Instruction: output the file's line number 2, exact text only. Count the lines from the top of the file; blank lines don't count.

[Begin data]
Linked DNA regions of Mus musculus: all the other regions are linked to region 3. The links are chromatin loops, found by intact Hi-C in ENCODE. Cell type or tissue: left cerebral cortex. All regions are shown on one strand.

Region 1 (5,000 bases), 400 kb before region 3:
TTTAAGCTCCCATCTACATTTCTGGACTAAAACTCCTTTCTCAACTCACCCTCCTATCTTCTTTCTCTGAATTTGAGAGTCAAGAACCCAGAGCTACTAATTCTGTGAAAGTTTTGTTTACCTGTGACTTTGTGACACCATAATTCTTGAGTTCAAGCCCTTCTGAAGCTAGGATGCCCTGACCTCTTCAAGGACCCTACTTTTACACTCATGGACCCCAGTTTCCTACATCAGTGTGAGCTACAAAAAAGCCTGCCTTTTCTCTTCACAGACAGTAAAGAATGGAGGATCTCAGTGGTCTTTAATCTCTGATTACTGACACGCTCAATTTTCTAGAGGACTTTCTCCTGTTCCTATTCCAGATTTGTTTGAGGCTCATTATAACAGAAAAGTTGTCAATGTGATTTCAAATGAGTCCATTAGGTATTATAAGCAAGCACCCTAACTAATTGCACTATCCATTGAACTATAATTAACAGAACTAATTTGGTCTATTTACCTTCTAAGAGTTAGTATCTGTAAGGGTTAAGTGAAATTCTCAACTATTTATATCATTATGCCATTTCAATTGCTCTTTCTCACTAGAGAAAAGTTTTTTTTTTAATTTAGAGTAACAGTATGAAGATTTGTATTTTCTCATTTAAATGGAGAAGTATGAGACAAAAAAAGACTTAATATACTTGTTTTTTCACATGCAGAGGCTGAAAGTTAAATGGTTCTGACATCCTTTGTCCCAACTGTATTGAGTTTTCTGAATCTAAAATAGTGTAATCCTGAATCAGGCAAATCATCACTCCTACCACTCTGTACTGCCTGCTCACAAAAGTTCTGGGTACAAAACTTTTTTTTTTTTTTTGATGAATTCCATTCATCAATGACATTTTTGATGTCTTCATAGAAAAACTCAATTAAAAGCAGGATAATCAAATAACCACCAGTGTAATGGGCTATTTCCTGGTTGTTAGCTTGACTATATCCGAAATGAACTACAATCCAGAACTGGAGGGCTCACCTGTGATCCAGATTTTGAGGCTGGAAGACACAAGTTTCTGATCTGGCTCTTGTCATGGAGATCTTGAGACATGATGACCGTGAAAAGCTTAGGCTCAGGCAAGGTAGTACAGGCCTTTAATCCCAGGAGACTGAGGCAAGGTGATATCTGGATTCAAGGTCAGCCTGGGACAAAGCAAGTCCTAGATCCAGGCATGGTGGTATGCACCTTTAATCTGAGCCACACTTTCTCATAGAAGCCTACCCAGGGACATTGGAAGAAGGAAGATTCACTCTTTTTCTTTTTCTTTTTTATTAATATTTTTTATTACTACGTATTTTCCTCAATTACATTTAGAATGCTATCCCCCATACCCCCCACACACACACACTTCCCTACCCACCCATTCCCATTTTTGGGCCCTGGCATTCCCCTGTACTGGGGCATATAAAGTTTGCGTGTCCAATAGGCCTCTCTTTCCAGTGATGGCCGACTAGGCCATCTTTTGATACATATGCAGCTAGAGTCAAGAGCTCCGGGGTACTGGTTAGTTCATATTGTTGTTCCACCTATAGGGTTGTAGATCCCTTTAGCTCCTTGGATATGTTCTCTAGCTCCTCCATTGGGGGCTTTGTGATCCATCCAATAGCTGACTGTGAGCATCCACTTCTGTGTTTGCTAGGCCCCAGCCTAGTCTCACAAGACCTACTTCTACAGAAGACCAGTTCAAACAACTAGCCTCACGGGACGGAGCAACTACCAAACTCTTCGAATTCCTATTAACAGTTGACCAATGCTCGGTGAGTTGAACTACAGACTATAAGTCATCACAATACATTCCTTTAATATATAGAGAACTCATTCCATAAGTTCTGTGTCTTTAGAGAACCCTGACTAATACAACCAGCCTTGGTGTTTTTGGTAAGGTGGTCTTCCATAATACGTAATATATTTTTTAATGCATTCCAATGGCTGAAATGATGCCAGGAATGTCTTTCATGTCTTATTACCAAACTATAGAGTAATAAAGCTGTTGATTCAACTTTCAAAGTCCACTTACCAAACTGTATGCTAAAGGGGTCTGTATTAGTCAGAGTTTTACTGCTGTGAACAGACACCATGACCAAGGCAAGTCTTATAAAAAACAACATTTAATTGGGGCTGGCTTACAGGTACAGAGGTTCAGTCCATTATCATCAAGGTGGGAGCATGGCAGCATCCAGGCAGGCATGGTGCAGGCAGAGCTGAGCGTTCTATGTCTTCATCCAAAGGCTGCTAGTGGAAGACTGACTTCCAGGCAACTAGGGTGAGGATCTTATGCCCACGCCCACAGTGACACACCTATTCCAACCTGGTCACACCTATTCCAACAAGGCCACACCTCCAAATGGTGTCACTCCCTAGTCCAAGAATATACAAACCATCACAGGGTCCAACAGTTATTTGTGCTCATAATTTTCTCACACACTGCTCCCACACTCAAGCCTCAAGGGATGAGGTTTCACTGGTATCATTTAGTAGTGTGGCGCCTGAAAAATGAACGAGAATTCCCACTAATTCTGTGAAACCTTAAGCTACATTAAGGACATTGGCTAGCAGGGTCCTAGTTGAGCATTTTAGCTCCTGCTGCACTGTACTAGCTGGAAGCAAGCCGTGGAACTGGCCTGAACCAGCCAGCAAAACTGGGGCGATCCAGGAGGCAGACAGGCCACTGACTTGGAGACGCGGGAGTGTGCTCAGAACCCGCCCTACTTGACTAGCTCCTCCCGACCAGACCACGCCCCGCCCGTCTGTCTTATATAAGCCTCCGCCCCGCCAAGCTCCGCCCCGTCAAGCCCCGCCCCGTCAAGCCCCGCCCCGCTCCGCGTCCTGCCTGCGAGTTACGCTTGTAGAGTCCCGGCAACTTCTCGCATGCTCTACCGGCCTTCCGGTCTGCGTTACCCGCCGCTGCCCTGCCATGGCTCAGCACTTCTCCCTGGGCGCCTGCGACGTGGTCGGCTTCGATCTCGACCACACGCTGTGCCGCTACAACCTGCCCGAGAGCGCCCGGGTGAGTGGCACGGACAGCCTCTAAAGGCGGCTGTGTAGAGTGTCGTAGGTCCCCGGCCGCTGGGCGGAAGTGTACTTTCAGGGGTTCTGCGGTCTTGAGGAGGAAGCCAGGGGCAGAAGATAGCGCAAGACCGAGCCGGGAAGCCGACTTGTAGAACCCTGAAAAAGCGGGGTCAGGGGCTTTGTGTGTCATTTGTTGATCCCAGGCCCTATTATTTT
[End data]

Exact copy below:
Region 1 (5,000 bases), 400 kb before region 3: